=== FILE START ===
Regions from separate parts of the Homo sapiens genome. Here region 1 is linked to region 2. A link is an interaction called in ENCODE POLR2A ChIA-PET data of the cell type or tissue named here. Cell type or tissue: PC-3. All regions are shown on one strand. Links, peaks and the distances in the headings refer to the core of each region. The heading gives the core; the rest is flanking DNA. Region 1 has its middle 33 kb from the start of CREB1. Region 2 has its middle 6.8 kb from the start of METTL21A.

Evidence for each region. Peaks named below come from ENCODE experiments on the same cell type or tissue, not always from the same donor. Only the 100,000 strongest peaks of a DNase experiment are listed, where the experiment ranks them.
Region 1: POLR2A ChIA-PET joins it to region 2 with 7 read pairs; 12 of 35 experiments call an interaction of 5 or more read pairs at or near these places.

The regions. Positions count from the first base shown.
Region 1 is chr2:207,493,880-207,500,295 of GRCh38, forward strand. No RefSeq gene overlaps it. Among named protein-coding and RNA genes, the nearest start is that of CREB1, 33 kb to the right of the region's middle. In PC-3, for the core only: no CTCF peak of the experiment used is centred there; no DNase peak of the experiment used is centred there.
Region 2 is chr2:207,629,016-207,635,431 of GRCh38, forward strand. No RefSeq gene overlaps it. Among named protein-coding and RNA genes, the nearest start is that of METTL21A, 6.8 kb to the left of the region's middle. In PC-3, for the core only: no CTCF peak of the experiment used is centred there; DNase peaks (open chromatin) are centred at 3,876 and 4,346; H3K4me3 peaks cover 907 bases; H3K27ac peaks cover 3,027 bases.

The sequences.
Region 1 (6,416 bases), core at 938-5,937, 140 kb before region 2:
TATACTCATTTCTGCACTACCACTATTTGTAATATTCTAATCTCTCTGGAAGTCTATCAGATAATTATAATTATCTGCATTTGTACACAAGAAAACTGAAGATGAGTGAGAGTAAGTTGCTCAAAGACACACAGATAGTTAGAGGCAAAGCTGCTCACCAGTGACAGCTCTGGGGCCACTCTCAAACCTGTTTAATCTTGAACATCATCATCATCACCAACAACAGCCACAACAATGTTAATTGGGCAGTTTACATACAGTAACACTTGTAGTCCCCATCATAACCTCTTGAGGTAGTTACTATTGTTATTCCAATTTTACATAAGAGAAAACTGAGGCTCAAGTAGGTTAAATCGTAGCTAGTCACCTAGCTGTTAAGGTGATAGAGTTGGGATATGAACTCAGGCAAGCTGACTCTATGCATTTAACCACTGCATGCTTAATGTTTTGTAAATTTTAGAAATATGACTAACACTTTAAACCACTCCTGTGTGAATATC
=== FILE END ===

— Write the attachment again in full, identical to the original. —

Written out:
Regions from separate parts of the Homo sapiens genome. Here region 1 is linked to region 2. A link is an interaction called in ENCODE POLR2A ChIA-PET data of the cell type or tissue named here. Cell type or tissue: PC-3. All regions are shown on one strand. Links, peaks and the distances in the headings refer to the core of each region. The heading gives the core; the rest is flanking DNA. Region 1 has its middle 33 kb from the start of CREB1. Region 2 has its middle 6.8 kb from the start of METTL21A.

Evidence for each region. Peaks named below come from ENCODE experiments on the same cell type or tissue, not always from the same donor. Only the 100,000 strongest peaks of a DNase experiment are listed, where the experiment ranks them.
Region 1: POLR2A ChIA-PET joins it to region 2 with 7 read pairs; 12 of 35 experiments call an interaction of 5 or more read pairs at or near these places.

The regions. Positions count from the first base shown.
Region 1 is chr2:207,493,880-207,500,295 of GRCh38, forward strand. No RefSeq gene overlaps it. Among named protein-coding and RNA genes, the nearest start is that of CREB1, 33 kb to the right of the region's middle. In PC-3, for the core only: no CTCF peak of the experiment used is centred there; no DNase peak of the experiment used is centred there.
Region 2 is chr2:207,629,016-207,635,431 of GRCh38, forward strand. No RefSeq gene overlaps it. Among named protein-coding and RNA genes, the nearest start is that of METTL21A, 6.8 kb to the left of the region's middle. In PC-3, for the core only: no CTCF peak of the experiment used is centred there; DNase peaks (open chromatin) are centred at 3,876 and 4,346; H3K4me3 peaks cover 907 bases; H3K27ac peaks cover 3,027 bases.

The sequences.
Region 1 (6,416 bases), core at 938-5,937, 140 kb before region 2:
TATACTCATTTCTGCACTACCACTATTTGTAATATTCTAATCTCTCTGGAAGTCTATCAGATAATTATAATTATCTGCATTTGTACACAAGAAAACTGAAGATGAGTGAGAGTAAGTTGCTCAAAGACACACAGATAGTTAGAGGCAAAGCTGCTCACCAGTGACAGCTCTGGGGCCACTCTCAAACCTGTTTAATCTTGAACATCATCATCATCACCAACAACAGCCACAACAATGTTAATTGGGCAGTTTACATACAGTAACACTTGTAGTCCCCATCATAACCTCTTGAGGTAGTTACTATTGTTATTCCAATTTTACATAAGAGAAAACTGAGGCTCAAGTAGGTTAAATCGTAGCTAGTCACCTAGCTGTTAAGGTGATAGAGTTGGGATATGAACTCAGGCAAGCTGACTCTATGCATTTAACCACTGCATGCTTAATGTTTTGTAAATTTTAGAAATATGACTAACACTTTAAACCACTCCTGTGTGAATATC